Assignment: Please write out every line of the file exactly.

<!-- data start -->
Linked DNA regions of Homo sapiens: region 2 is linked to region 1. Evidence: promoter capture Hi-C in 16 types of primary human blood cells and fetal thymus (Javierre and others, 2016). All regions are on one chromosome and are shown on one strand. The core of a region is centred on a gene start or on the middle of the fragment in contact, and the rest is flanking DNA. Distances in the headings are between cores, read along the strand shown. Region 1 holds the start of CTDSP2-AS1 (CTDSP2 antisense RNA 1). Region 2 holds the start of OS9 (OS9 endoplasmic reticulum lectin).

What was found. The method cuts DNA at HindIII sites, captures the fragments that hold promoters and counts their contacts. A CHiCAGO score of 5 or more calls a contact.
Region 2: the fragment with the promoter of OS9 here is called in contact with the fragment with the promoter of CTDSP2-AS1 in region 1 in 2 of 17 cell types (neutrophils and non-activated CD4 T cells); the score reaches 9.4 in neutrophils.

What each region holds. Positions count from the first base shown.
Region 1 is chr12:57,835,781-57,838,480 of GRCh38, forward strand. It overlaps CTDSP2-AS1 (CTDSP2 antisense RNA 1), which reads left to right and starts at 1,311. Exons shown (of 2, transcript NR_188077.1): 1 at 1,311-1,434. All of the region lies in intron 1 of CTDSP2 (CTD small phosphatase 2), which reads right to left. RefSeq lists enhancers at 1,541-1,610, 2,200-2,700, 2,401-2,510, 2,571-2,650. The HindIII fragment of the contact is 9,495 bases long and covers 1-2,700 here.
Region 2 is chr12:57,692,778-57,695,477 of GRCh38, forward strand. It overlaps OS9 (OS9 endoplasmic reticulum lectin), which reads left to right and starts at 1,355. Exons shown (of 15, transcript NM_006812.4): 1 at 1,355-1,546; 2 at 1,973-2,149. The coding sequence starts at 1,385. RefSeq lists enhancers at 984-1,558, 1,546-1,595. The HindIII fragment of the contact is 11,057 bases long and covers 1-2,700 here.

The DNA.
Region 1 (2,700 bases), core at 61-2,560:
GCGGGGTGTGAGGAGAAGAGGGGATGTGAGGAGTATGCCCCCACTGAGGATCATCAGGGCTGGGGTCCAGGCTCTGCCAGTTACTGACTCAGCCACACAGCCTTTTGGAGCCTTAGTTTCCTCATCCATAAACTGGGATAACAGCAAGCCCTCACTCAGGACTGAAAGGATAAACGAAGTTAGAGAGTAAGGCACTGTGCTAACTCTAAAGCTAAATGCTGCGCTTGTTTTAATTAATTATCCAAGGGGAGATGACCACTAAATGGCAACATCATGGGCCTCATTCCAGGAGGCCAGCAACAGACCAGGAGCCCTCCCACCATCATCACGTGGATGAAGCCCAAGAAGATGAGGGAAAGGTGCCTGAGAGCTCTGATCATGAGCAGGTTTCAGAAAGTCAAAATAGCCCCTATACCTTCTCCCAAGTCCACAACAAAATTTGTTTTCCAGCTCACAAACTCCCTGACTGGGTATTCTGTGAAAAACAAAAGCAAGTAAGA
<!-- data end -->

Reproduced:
Linked DNA regions of Homo sapiens: region 2 is linked to region 1. Evidence: promoter capture Hi-C in 16 types of primary human blood cells and fetal thymus (Javierre and others, 2016). All regions are on one chromosome and are shown on one strand. The core of a region is centred on a gene start or on the middle of the fragment in contact, and the rest is flanking DNA. Distances in the headings are between cores, read along the strand shown. Region 1 holds the start of CTDSP2-AS1 (CTDSP2 antisense RNA 1). Region 2 holds the start of OS9 (OS9 endoplasmic reticulum lectin).

What was found. The method cuts DNA at HindIII sites, captures the fragments that hold promoters and counts their contacts. A CHiCAGO score of 5 or more calls a contact.
Region 2: the fragment with the promoter of OS9 here is called in contact with the fragment with the promoter of CTDSP2-AS1 in region 1 in 2 of 17 cell types (neutrophils and non-activated CD4 T cells); the score reaches 9.4 in neutrophils.

What each region holds. Positions count from the first base shown.
Region 1 is chr12:57,835,781-57,838,480 of GRCh38, forward strand. It overlaps CTDSP2-AS1 (CTDSP2 antisense RNA 1), which reads left to right and starts at 1,311. Exons shown (of 2, transcript NR_188077.1): 1 at 1,311-1,434. All of the region lies in intron 1 of CTDSP2 (CTD small phosphatase 2), which reads right to left. RefSeq lists enhancers at 1,541-1,610, 2,200-2,700, 2,401-2,510, 2,571-2,650. The HindIII fragment of the contact is 9,495 bases long and covers 1-2,700 here.
Region 2 is chr12:57,692,778-57,695,477 of GRCh38, forward strand. It overlaps OS9 (OS9 endoplasmic reticulum lectin), which reads left to right and starts at 1,355. Exons shown (of 15, transcript NM_006812.4): 1 at 1,355-1,546; 2 at 1,973-2,149. The coding sequence starts at 1,385. RefSeq lists enhancers at 984-1,558, 1,546-1,595. The HindIII fragment of the contact is 11,057 bases long and covers 1-2,700 here.

The DNA.
Region 1 (2,700 bases), core at 61-2,560:
GCGGGGTGTGAGGAGAAGAGGGGATGTGAGGAGTATGCCCCCACTGAGGATCATCAGGGCTGGGGTCCAGGCTCTGCCAGTTACTGACTCAGCCACACAGCCTTTTGGAGCCTTAGTTTCCTCATCCATAAACTGGGATAACAGCAAGCCCTCACTCAGGACTGAAAGGATAAACGAAGTTAGAGAGTAAGGCACTGTGCTAACTCTAAAGCTAAATGCTGCGCTTGTTTTAATTAATTATCCAAGGGGAGATGACCACTAAATGGCAACATCATGGGCCTCATTCCAGGAGGCCAGCAACAGACCAGGAGCCCTCCCACCATCATCACGTGGATGAAGCCCAAGAAGATGAGGGAAAGGTGCCTGAGAGCTCTGATCATGAGCAGGTTTCAGAAAGTCAAAATAGCCCCTATACCTTCTCCCAAGTCCACAACAAAATTTGTTTTCCAGCTCACAAACTCCCTGACTGGGTATTCTGTGAAAAACAAAAGCAAGTAAGA